Music History MondayOn this day in music history: November 19, 1966 - "Knock On Wood" by Eddie Floyd hits #1 on the Billboard R&B singles chart for one week, also peaking at #28 on the Hot 100 on December 10th. Written by Eddie Floyd and Steve Cropper, It will be the biggest hit for Alabama-born soul singer. The song is actually recorded in the Summer of 1965 (with Booker T. & The MG's, Isaac Hayes on piano, and The Mar-Keys' horn section), but is held back from release by Stax Records president Jim Stewart when he believes that it is too similar to Wilson Pickett's "In The Midnight Hour." The record will actually experience resistance from radio upon its release, failing to receive any airplay initially. Stax Records' head Al Bell will hit upon the idea of Floyd performing live in an area where he has a strong fanbase. Washington DC will be city that is chosen. The ploy will work, with the single breaking on radio stations in the DC and Baltimore area. From there, the record will go national. Over the years, "Knock On Wood" will be covered by a number of artists Ike & Tina Turner, David Bowie, and Eric Clapton. Singer Amii Stewart's disco rendering of the song will become a worldwide hit, hitting #1 on the Billboard Hot 100 in April of 1979.
 

Continue reading...

Music History Monday: October 22

Posted by Jeff Harris, October 22, 2012 10:00am | Post a Comment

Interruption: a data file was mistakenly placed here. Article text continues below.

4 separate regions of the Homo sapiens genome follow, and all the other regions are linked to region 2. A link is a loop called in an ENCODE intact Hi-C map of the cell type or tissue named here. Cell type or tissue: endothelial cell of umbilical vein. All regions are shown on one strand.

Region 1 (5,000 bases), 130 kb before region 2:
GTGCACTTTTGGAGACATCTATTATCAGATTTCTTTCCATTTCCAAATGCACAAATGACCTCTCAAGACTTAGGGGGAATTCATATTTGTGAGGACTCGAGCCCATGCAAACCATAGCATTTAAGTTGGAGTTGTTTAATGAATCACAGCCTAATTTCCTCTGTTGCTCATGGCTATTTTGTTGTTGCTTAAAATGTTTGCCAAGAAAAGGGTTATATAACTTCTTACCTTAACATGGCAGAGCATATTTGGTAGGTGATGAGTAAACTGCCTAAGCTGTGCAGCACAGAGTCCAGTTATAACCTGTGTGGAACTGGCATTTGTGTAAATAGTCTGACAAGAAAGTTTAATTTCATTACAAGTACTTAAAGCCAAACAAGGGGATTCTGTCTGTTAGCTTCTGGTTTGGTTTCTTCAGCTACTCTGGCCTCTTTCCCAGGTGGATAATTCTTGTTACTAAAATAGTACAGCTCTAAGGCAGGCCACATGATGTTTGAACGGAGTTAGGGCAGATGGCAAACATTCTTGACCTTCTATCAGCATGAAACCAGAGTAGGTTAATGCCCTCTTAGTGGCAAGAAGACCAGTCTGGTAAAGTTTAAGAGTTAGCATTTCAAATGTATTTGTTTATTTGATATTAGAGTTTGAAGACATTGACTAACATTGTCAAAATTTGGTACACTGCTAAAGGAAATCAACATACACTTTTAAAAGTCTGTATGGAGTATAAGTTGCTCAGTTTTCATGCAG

To read more Behind The Grooves, go to http://behindthegrooves.tumblr.com.

Music History MondayOn this day in music history: October 22, 1969Led Zeppelin II, the second album by Led Zeppelin is released. Produced by Jimmy Page, it is recorded at Olympic Studios and Morgan Studios in London; A&M Studios, Quantum Studios, Sunset Sound, Mirror Sound, and Mystic Studios in Los Angeles; A&R Studios, Juggy Sound, Groove Studios, and Mayfair Studios in New York City; "The Hut" in Vancouver, BC, Canada; and Ardent Studios in Memphis, TN from January - August 1969. Quickly following the success of their self-titled debut, the album is written on the road and recorded in numerous studios in the US and UK on days off between tour dates. Led Zeppelin II will quickly surpass their debut in sales, cementing the bands' musical reputation as well as establishing a template in which countless hard rock and heavy metal bands will follow. It will spin off several classics that become rock radio staples including "Heartbreaker," Ramble On," and "Whole Lotta Love" (#4 Pop), the latter of which is issued as a single. The initial US pressing of the LP mastered by Bob Ludwig will be problematic for some as loud and dynamic passages on the record will cause it to skip on cheaper turntables of the day, initiating sizeable returns. Atlantic will be forced to remaster the album (this time by George Marino), with the bass and high end significantly rolled off. These original "loud cut" pressings of II will become sought after by collectors over the years. Led Zeppelin II will spend 7 weeks at #1 (non-consecutive) on the Billboard Top 200, and is certified 12x Platinum in the US by the RIAA.
 

Continue reading...
BACK  <<  1  2  3  4  5  >>  NEXT